5 Essential Locum Tenens Definitions You Need to Know


Locum Tenens

Deciding to work locum tenens is a big but exciting decision. Not only are you choosing to work independently, but you’re also taking on a different set of responsibilities. With your new working arrangement comes an additional set of industry-specific vocabulary that’s helpful to know as you embark on your locum tenens journey.

Physicians and Advanced Practice Providers often ask our consultants about specific terminology, so here are five helpful locum definitions to know.

1099 contract work

Locum tenens positions are considered 1099 contract work, meaning that you’re self-employed. As an independent contractor, you’ll receive a 1099 form for tax purposes, and you’re responsible for filing and paying your own taxes.

Taxes for 1099 self-employed locum tenens physicians and APPs are more complex than for standard employees, as when you’re paid, an employer doesn’t withhold payroll taxes. Be sure to talk to your financial advisor about taking advantage of certain business deductions come tax time.

VMS – Vendor Management

A Vendor Management System (VMS) is a software application that helps companies manage their contingent or contract workforce hiring process in one easy-to-use platform.

When working with staffing agencies, they may use a VMS to post job openings, screen candidates, and schedule interviews – similar to using an online job board.

However, a VMS goes a step further and offers visibility into the performance of contingent staff, invoicing and payments, and compliance with state and federal regulations.

Name clearance

Healthcare facilities often need to urgently fill vacancies in their staff to avoid gaps in coverage. To help speed up the process of finding the best candidate, they advertise the role with multiple agencies to fulfill their requirements as quickly as possible.

Hospitals “name clear” locum candidates to prevent an individual from being presented to the hospital more than once by different agencies, referred to as “double presentation.”

Your locums agency should tell you which hospital or health clinic needs locum tenens coverage, and you should keep a log of which agency presented you to an assignment. Because agency name clears can last up to two years, you should know who is presenting you for what positions. AGENCIES SHOULD NOT SUBMIT YOUR CV FOR A ROLE WITHOUT YOUR EXPLICIT APPROVAL.

Credentialing coordinator

The credentialing coordinator is responsible for collecting, verifying, and submitting all required paperwork to the facility’s credentialing committee for approval.

Credentialing confirms your professional identity and qualifications through documentation such as your medical license, proof of residency and fellowship, board certifications, DEA certification, medical licenses, malpractice insurance, and more.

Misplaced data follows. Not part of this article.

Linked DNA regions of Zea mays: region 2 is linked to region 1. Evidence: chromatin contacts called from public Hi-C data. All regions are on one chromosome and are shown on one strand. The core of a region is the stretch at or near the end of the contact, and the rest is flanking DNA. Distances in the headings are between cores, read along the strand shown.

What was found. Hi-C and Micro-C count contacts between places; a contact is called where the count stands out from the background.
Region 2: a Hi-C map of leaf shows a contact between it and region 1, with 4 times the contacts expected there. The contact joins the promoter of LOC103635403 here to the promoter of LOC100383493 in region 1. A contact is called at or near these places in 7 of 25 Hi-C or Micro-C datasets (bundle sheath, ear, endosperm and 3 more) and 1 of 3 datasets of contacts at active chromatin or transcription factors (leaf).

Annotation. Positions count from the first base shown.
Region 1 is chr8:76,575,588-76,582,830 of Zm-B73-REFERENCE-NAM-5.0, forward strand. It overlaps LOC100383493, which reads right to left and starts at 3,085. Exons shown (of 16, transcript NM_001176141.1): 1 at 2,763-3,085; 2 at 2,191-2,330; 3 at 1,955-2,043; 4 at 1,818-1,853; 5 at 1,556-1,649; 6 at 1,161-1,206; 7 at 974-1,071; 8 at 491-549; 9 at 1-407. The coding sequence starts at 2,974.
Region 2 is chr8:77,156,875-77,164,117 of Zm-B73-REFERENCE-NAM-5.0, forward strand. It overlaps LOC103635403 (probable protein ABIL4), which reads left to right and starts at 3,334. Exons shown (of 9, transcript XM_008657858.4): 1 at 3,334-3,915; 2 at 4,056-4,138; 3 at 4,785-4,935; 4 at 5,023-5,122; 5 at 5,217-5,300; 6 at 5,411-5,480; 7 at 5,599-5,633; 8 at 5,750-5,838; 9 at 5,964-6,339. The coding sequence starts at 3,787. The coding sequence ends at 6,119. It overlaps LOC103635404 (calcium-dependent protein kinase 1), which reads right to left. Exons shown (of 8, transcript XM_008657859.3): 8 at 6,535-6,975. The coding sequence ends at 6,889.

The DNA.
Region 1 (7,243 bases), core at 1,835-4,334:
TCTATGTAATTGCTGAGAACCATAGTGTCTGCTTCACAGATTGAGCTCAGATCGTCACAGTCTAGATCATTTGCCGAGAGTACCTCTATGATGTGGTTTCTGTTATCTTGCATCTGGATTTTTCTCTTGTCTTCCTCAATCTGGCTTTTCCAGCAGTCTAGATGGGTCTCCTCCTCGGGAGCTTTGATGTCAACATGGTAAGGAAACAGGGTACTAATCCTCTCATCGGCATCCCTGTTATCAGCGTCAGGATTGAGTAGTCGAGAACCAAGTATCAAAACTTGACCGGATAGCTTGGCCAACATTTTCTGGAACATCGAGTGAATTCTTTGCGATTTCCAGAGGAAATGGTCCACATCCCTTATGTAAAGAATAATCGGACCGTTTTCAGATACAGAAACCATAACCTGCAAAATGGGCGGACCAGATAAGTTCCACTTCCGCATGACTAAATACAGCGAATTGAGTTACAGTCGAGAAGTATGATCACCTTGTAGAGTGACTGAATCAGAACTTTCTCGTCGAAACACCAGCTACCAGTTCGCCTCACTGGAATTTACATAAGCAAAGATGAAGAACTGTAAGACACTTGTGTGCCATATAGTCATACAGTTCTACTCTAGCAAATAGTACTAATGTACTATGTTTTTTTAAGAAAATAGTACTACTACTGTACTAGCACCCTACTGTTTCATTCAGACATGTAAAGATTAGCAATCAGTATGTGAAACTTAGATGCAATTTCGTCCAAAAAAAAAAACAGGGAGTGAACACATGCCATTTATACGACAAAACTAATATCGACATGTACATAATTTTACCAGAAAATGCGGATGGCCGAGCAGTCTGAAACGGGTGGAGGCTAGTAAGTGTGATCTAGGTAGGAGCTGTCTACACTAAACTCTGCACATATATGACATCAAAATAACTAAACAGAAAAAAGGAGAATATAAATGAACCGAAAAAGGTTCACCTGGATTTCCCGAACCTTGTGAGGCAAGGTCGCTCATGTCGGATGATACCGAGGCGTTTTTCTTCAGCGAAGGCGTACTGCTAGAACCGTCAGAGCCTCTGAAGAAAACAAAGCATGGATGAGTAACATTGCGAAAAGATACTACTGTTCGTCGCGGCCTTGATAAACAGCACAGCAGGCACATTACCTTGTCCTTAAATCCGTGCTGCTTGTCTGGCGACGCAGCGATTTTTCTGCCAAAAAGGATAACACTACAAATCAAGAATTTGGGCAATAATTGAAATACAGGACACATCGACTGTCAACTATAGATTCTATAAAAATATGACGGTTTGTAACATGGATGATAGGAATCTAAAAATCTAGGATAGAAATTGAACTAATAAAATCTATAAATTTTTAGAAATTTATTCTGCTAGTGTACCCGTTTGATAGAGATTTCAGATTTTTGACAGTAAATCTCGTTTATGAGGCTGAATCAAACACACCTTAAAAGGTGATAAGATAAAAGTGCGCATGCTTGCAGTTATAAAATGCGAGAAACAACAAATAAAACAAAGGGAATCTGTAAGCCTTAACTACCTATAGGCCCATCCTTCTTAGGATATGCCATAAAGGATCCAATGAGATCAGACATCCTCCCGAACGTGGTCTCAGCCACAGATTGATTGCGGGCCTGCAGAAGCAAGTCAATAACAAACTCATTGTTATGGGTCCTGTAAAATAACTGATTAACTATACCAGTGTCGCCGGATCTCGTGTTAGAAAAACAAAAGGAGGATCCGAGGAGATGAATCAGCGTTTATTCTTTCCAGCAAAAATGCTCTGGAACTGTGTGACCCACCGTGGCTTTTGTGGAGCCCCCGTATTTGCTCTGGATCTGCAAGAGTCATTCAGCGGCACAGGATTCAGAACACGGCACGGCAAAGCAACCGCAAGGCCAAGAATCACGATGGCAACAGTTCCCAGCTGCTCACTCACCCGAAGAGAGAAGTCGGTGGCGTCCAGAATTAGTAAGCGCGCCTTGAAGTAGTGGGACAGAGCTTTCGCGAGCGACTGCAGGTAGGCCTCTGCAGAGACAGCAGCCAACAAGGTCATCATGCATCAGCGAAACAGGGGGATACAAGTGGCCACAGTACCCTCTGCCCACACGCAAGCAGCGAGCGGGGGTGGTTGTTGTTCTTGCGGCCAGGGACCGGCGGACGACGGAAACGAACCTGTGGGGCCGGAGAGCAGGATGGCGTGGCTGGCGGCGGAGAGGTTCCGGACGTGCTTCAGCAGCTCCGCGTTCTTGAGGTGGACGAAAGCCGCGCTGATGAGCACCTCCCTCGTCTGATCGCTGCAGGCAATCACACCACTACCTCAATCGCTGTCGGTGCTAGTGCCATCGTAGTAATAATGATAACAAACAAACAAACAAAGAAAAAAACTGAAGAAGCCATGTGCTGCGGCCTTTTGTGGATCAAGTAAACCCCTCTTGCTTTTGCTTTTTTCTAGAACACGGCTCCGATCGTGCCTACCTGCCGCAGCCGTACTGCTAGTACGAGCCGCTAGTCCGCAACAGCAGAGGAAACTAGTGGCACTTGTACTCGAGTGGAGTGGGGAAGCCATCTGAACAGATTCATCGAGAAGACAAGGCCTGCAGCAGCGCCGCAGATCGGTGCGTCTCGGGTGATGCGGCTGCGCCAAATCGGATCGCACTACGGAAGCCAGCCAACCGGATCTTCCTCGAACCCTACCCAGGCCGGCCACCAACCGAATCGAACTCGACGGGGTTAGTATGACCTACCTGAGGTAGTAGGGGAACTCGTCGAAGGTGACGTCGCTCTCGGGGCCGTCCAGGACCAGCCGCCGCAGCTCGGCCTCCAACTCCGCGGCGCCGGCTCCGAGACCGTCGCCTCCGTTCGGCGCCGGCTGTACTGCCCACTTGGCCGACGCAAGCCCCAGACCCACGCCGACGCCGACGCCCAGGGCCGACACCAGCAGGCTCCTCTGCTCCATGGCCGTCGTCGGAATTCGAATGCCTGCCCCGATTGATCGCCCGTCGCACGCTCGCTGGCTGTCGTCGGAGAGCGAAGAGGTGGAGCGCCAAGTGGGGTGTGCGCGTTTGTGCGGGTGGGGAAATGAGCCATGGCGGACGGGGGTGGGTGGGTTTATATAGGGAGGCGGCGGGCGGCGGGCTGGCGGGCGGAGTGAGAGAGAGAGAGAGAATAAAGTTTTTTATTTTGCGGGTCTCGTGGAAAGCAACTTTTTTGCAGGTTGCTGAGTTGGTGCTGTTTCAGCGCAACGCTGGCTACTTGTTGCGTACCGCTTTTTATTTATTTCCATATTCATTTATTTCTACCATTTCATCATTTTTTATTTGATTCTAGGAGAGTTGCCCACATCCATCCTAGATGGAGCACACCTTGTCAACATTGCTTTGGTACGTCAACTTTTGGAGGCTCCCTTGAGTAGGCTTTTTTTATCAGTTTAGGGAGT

In a hospital, locum tenens credentialing can take anywhere from 1 to 6 months, with 2 or 3 months being most typical. However, some hospitals have emergency privileging, which may allow you to start work before the entire process is complete.

Working locum tenens at a clinic is usually a simpler process and can be completed in less than a month.

Because the credentialing process is complex, the credentialing coordinator is a critical player in allowing you to start your locum tenens assignment as promptly as possible.


In the field of locum tenens,  “submitted” refers to the act of sending your CV or application to a locum tenens staffing agency in order to be considered for an assigment.

When you submit your application for credentialing, the most critical step is to include all the required documentation and ensure it’s accurate and in-date. Without complete, accurate, and valid paperwork, the credentialing process will be delayed, and you could even miss out on the assignment.

Although the process of collecting and submitting these documents is time-consuming, remember that you’ll only need to do so once. You can then keep all the information on file and update it as required, meaning the process is more straightforward for future assignments.

The term “client submission” may also be relevant if you’re farther along in the process. This is when your CV is sent out to the client for placement consideration.

The value of working with an experienced locum tenens agency

When you work with a leading locum tenens agency like Integrity Locums, you’ll work with an expert consultant. They’ll guide you through the process and help you understand all the ins and outs of working locums, including confusing locums definitions!

Your consultant is your advocate and works to find you the best short- or long-term assignments in hospitals, clinics, and other healthcare facilities to fit your needs and preferences.

They’ll also handle all the paperwork and credentialing for you, so you can focus on what’s important: providing quality patient care.

If you’re interested in learning more about locum tenens or finding out if it’s the right fit for you, contact our experienced team at Integrity Locums.